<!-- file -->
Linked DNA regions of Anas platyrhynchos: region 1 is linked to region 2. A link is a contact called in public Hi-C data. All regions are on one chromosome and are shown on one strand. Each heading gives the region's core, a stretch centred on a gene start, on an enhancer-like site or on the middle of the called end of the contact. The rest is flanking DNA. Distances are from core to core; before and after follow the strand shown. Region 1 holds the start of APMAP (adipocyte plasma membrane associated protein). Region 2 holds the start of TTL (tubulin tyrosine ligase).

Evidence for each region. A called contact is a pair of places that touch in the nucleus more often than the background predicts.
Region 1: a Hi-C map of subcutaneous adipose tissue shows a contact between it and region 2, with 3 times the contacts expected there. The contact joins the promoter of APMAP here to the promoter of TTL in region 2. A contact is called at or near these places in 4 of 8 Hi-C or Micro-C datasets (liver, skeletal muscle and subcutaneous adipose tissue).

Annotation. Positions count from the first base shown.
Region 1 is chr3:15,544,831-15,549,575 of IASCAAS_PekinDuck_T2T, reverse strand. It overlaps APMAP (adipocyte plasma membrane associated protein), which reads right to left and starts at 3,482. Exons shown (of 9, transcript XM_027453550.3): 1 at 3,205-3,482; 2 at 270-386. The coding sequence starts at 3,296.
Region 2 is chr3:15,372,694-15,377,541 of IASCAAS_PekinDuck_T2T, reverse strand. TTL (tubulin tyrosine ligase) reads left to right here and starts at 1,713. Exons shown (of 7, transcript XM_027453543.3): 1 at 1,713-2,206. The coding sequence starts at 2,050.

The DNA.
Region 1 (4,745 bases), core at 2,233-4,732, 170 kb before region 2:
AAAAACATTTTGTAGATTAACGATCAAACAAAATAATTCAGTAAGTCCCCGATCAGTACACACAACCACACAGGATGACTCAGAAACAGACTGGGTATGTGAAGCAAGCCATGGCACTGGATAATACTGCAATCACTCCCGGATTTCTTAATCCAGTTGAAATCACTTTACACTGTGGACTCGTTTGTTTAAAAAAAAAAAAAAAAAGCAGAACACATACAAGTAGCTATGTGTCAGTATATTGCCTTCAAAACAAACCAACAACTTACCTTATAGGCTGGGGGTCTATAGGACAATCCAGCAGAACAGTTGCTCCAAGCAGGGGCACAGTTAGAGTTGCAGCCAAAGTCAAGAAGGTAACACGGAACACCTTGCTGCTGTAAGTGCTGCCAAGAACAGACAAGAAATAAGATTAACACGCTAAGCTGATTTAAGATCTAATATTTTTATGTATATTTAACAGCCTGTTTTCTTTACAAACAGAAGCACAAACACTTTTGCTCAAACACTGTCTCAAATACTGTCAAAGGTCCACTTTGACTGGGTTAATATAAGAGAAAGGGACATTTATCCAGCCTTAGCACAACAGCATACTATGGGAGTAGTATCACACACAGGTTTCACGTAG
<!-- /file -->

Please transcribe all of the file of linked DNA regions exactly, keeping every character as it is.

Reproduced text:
Linked DNA regions of Anas platyrhynchos: region 1 is linked to region 2. A link is a contact called in public Hi-C data. All regions are on one chromosome and are shown on one strand. Each heading gives the region's core, a stretch centred on a gene start, on an enhancer-like site or on the middle of the called end of the contact. The rest is flanking DNA. Distances are from core to core; before and after follow the strand shown. Region 1 holds the start of APMAP (adipocyte plasma membrane associated protein). Region 2 holds the start of TTL (tubulin tyrosine ligase).

Evidence for each region. A called contact is a pair of places that touch in the nucleus more often than the background predicts.
Region 1: a Hi-C map of subcutaneous adipose tissue shows a contact between it and region 2, with 3 times the contacts expected there. The contact joins the promoter of APMAP here to the promoter of TTL in region 2. A contact is called at or near these places in 4 of 8 Hi-C or Micro-C datasets (liver, skeletal muscle and subcutaneous adipose tissue).

Annotation. Positions count from the first base shown.
Region 1 is chr3:15,544,831-15,549,575 of IASCAAS_PekinDuck_T2T, reverse strand. It overlaps APMAP (adipocyte plasma membrane associated protein), which reads right to left and starts at 3,482. Exons shown (of 9, transcript XM_027453550.3): 1 at 3,205-3,482; 2 at 270-386. The coding sequence starts at 3,296.
Region 2 is chr3:15,372,694-15,377,541 of IASCAAS_PekinDuck_T2T, reverse strand. TTL (tubulin tyrosine ligase) reads left to right here and starts at 1,713. Exons shown (of 7, transcript XM_027453543.3): 1 at 1,713-2,206. The coding sequence starts at 2,050.

The DNA.
Region 1 (4,745 bases), core at 2,233-4,732, 170 kb before region 2:
AAAAACATTTTGTAGATTAACGATCAAACAAAATAATTCAGTAAGTCCCCGATCAGTACACACAACCACACAGGATGACTCAGAAACAGACTGGGTATGTGAAGCAAGCCATGGCACTGGATAATACTGCAATCACTCCCGGATTTCTTAATCCAGTTGAAATCACTTTACACTGTGGACTCGTTTGTTTAAAAAAAAAAAAAAAAAGCAGAACACATACAAGTAGCTATGTGTCAGTATATTGCCTTCAAAACAAACCAACAACTTACCTTATAGGCTGGGGGTCTATAGGACAATCCAGCAGAACAGTTGCTCCAAGCAGGGGCACAGTTAGAGTTGCAGCCAAAGTCAAGAAGGTAACACGGAACACCTTGCTGCTGTAAGTGCTGCCAAGAACAGACAAGAAATAAGATTAACACGCTAAGCTGATTTAAGATCTAATATTTTTATGTATATTTAACAGCCTGTTTTCTTTACAAACAGAAGCACAAACACTTTTGCTCAAACACTGTCTCAAATACTGTCAAAGGTCCACTTTGACTGGGTTAATATAAGAGAAAGGGACATTTATCCAGCCTTAGCACAACAGCATACTATGGGAGTAGTATCACACACAGGTTTCACGTAG